Posts Tagged ‘special needs children manners’

I have been known to toss chicken legs across the table (Uncomfortable Subjects, Part 3)

September 26, 2011 Leave a comment

At home I rip pieces of chicken off of the bone, sandwiches into chunks, and cold cuts and pizza into bite-size morsels with my fingers and feed the babies that way (quicker than a knife). I’ve held a steak in one hand while feeding a baby with the other and eaten it like a sandwich. I’ve been known (among others in my family) to attend meals (including dinner) in pajamas. I often floss my teeth on the couch. If nothing else is handy I will wipe kids’ faces on the insides of their shirts (or mine if it is already a lost cause).

And yes, I have been known to toss chicken legs across the table onto my kids’ plates when I’m home alone and the thought of getting up from the dinner table for the umpteenth time is just too much.

Why am I telling you this? Let me answer this question with another question. Why do James’s manners, or lack thereof, drive me crazy?

James chews with his mouth wide open, lips smacking, food falling out, in a trance-like state, practically drooling in extreme cases. ¬†Despite years of constant reminders, practice, even heated arguments – “I am chewing with my mouth closed!” “No, you’re not – you’re still talking!” “Look, it’s closed now.” “No it’s really not – cover it with your hand if you have to.” – we have seen very little progress on this front.

James picks his nose, and though he is gaining the common sense not to do it in public the new alternative is to use his hand, sleeve, or fingers to smear his snot all over the place. Even if he has a tissue in his pocket.

James never closes the bathroom door. I can not even begin to tell you how many guests have been surprised by the open door policy James employs in our house (how many people are nodding right now?). Or out of the house (some of you know where I’m going with this). Last year James finally learned how to pee standing up. On the way home from a walk in Riverside Park he had to go, badly. My brother offered to take him behind a tree since James could now stand and pee. About 30 seconds later I turned toward the shouts of surprise to see James with his pants around his ankles, peeing on the tree. We all stood there as pedestrian traffic passed us by, frozen for a second by the sheer absurdity of the situation, and then sprung into action to shift James to the other side of the tree, to shield him with our bodies, whatever it took to get the job done. Kind of funny in a group of family and friends, but horrifying to think of James out on his own.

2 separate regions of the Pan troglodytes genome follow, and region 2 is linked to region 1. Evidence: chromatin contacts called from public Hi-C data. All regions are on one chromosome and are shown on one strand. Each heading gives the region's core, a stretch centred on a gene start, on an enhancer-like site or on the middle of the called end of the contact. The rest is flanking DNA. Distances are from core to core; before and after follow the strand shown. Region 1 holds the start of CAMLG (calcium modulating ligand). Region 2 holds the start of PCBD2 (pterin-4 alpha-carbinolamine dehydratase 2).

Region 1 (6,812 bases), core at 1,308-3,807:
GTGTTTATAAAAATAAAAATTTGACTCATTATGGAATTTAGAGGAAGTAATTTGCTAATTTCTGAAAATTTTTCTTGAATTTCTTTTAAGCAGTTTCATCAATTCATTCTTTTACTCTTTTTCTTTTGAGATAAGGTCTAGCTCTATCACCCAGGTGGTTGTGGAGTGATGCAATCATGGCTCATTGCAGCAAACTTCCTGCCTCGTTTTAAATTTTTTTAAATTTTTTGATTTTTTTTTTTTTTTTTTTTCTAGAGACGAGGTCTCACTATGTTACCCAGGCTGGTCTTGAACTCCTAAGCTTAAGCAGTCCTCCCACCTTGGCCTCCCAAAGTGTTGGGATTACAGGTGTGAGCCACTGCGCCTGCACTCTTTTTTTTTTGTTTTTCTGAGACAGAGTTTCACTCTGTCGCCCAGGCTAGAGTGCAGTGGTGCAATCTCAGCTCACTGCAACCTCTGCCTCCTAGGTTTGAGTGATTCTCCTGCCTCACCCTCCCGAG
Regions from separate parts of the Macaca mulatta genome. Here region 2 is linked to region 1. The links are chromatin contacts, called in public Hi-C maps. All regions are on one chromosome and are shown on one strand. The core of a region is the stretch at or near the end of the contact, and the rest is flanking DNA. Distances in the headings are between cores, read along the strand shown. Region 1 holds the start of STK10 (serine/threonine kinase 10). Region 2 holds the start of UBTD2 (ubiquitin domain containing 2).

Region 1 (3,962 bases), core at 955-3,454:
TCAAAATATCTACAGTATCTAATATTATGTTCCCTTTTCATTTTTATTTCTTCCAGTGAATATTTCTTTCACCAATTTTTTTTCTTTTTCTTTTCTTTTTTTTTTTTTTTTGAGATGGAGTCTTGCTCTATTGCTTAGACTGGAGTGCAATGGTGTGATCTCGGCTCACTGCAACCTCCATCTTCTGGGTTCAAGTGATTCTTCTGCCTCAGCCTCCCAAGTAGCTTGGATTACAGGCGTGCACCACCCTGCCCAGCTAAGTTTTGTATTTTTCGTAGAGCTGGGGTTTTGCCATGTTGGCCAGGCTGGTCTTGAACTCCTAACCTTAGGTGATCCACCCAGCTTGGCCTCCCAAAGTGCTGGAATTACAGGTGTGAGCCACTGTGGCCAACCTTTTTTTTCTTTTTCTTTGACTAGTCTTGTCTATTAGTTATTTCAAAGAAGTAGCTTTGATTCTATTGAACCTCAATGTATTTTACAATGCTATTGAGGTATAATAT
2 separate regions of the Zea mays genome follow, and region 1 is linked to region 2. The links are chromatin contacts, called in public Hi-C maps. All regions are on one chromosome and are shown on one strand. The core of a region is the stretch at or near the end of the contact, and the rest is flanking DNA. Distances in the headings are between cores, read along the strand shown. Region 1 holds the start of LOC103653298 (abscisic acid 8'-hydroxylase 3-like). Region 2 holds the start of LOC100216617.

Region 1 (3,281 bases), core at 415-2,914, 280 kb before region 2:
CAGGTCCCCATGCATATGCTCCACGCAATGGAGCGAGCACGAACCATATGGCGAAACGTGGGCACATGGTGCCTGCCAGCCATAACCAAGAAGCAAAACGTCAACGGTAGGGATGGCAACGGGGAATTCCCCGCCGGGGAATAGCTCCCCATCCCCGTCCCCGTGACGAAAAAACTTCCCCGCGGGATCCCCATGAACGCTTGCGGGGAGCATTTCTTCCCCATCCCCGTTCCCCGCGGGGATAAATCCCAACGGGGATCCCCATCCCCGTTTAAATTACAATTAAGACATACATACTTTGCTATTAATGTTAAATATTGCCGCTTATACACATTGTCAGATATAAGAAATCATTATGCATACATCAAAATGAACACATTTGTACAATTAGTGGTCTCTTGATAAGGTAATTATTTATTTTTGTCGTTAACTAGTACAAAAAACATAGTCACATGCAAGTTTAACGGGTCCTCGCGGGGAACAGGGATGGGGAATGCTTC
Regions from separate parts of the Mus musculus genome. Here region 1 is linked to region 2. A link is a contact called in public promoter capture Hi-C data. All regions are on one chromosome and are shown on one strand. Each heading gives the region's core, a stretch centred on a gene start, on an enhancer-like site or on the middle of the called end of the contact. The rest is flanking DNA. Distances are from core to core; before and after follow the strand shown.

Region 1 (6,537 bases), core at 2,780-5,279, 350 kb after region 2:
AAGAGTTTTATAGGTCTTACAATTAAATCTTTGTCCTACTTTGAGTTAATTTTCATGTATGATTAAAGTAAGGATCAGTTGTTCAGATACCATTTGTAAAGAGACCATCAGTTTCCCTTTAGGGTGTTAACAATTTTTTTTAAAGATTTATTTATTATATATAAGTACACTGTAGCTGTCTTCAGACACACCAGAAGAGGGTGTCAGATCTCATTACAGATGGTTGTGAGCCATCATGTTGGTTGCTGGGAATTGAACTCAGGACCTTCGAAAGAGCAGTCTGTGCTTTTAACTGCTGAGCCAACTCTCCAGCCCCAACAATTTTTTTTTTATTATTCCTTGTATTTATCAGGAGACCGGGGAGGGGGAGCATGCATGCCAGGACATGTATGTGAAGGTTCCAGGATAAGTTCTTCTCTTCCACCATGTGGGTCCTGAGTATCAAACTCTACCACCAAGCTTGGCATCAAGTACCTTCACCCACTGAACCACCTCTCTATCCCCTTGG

James constantly picks at himself. I’ll spare you the details and hope that you never have to witness this one.

“Manner issues” that were understandable and even humorous as a toddler and small child are becoming quite the opposite as James approaches puberty. To be perfectly frank, many of his regular daily habits are as uncomfortable as they are disgusting, even to his own mother, and I fear that he will repulse people well into adulthood and be friendless except for the saintly souls who love him for who he is, aka his family.

So how can I throw stones when my house is so glassy? Perhaps the biggest difference between James and the typical population (such as myself) with regards to manners is his complete lack of discretion. I would not dare throw a piece of meat at my child in front of anyone other than my immediate family, whereas James doesn’t care who sees his chewed up food, his boogers or his bare a**.

You may be thinking that I am unduly harsh and perhaps even cruel in my commentary –¬†how could I possibly think this way about my own child? But before you judge be honest with yourself – what would your reaction be if you sat down near a young man in a restaurant or outside and witnessed a chewed up piece of turkey sandwich fall out of their mouth, watched them pick their nose and wipe it on the grass, or were lucky enough to observe a Riverside Park incident?

I also want to point out that I’m not being critical about “manner tasks” that James cannot actually do – washing himself, wiping himself, zipping and buttoning his fly, etc. I am specifically referring to the everyday considerations that I want James to give some thought to and that he is physically capable of doing (or not doing).

Because James lacks discretion so completely, we feel that it is important for him to use good manners all of the time, even when he is home in his comfort zone with his family. It is because I love James so very much and want for him to have a happy life where people gravitate toward his sunny disposition and don’t run screaming from his just-sneezed-on-handshake that I will continue to nag, argue, even be a little mean to him about his hygiene and etiquette.

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